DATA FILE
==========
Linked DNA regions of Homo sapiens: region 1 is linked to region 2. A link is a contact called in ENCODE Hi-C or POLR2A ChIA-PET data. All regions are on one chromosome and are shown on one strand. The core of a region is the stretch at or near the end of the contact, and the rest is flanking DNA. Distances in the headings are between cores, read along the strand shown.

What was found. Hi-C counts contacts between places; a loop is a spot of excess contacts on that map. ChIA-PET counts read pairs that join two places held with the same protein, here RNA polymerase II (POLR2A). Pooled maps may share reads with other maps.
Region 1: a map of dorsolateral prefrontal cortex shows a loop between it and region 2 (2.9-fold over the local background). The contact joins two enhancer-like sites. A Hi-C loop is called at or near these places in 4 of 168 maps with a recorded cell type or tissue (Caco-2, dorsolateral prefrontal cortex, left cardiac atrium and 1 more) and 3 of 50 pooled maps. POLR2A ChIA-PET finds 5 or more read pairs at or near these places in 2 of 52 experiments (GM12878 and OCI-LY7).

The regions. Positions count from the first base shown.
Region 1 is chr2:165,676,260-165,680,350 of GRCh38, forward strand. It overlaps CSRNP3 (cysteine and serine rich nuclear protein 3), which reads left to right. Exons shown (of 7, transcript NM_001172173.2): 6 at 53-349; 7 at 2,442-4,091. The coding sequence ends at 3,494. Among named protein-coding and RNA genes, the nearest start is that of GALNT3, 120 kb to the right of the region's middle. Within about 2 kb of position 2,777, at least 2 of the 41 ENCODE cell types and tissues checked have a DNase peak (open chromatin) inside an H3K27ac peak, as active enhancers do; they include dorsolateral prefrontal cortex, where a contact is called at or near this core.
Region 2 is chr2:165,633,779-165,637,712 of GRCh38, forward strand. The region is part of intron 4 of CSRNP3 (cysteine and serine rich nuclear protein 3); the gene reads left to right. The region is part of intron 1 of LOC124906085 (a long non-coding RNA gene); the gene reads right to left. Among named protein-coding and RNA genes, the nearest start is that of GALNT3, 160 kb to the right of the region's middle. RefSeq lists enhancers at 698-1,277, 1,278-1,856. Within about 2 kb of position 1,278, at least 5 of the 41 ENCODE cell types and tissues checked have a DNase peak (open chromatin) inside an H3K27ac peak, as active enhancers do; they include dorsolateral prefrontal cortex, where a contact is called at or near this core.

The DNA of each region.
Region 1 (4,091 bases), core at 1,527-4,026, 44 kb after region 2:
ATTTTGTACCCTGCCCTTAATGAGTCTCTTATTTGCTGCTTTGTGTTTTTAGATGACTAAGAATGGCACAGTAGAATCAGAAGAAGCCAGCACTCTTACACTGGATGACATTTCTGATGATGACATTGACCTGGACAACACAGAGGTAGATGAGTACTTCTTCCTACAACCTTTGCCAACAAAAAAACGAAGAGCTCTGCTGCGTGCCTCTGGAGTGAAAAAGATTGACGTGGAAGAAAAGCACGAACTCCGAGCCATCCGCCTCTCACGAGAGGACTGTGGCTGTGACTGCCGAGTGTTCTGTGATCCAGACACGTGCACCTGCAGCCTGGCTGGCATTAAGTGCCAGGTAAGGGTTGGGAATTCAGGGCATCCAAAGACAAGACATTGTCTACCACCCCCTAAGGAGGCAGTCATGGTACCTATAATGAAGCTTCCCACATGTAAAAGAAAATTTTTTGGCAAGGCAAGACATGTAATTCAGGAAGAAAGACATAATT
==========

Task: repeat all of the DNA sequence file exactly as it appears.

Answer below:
Linked DNA regions of Homo sapiens: region 1 is linked to region 2. A link is a contact called in ENCODE Hi-C or POLR2A ChIA-PET data. All regions are on one chromosome and are shown on one strand. The core of a region is the stretch at or near the end of the contact, and the rest is flanking DNA. Distances in the headings are between cores, read along the strand shown.

What was found. Hi-C counts contacts between places; a loop is a spot of excess contacts on that map. ChIA-PET counts read pairs that join two places held with the same protein, here RNA polymerase II (POLR2A). Pooled maps may share reads with other maps.
Region 1: a map of dorsolateral prefrontal cortex shows a loop between it and region 2 (2.9-fold over the local background). The contact joins two enhancer-like sites. A Hi-C loop is called at or near these places in 4 of 168 maps with a recorded cell type or tissue (Caco-2, dorsolateral prefrontal cortex, left cardiac atrium and 1 more) and 3 of 50 pooled maps. POLR2A ChIA-PET finds 5 or more read pairs at or near these places in 2 of 52 experiments (GM12878 and OCI-LY7).

The regions. Positions count from the first base shown.
Region 1 is chr2:165,676,260-165,680,350 of GRCh38, forward strand. It overlaps CSRNP3 (cysteine and serine rich nuclear protein 3), which reads left to right. Exons shown (of 7, transcript NM_001172173.2): 6 at 53-349; 7 at 2,442-4,091. The coding sequence ends at 3,494. Among named protein-coding and RNA genes, the nearest start is that of GALNT3, 120 kb to the right of the region's middle. Within about 2 kb of position 2,777, at least 2 of the 41 ENCODE cell types and tissues checked have a DNase peak (open chromatin) inside an H3K27ac peak, as active enhancers do; they include dorsolateral prefrontal cortex, where a contact is called at or near this core.
Region 2 is chr2:165,633,779-165,637,712 of GRCh38, forward strand. The region is part of intron 4 of CSRNP3 (cysteine and serine rich nuclear protein 3); the gene reads left to right. The region is part of intron 1 of LOC124906085 (a long non-coding RNA gene); the gene reads right to left. Among named protein-coding and RNA genes, the nearest start is that of GALNT3, 160 kb to the right of the region's middle. RefSeq lists enhancers at 698-1,277, 1,278-1,856. Within about 2 kb of position 1,278, at least 5 of the 41 ENCODE cell types and tissues checked have a DNase peak (open chromatin) inside an H3K27ac peak, as active enhancers do; they include dorsolateral prefrontal cortex, where a contact is called at or near this core.

The DNA of each region.
Region 1 (4,091 bases), core at 1,527-4,026, 44 kb after region 2:
ATTTTGTACCCTGCCCTTAATGAGTCTCTTATTTGCTGCTTTGTGTTTTTAGATGACTAAGAATGGCACAGTAGAATCAGAAGAAGCCAGCACTCTTACACTGGATGACATTTCTGATGATGACATTGACCTGGACAACACAGAGGTAGATGAGTACTTCTTCCTACAACCTTTGCCAACAAAAAAACGAAGAGCTCTGCTGCGTGCCTCTGGAGTGAAAAAGATTGACGTGGAAGAAAAGCACGAACTCCGAGCCATCCGCCTCTCACGAGAGGACTGTGGCTGTGACTGCCGAGTGTTCTGTGATCCAGACACGTGCACCTGCAGCCTGGCTGGCATTAAGTGCCAGGTAAGGGTTGGGAATTCAGGGCATCCAAAGACAAGACATTGTCTACCACCCCCTAAGGAGGCAGTCATGGTACCTATAATGAAGCTTCCCACATGTAAAAGAAAATTTTTTGGCAAGGCAAGACATGTAATTCAGGAAGAAAGACATAATT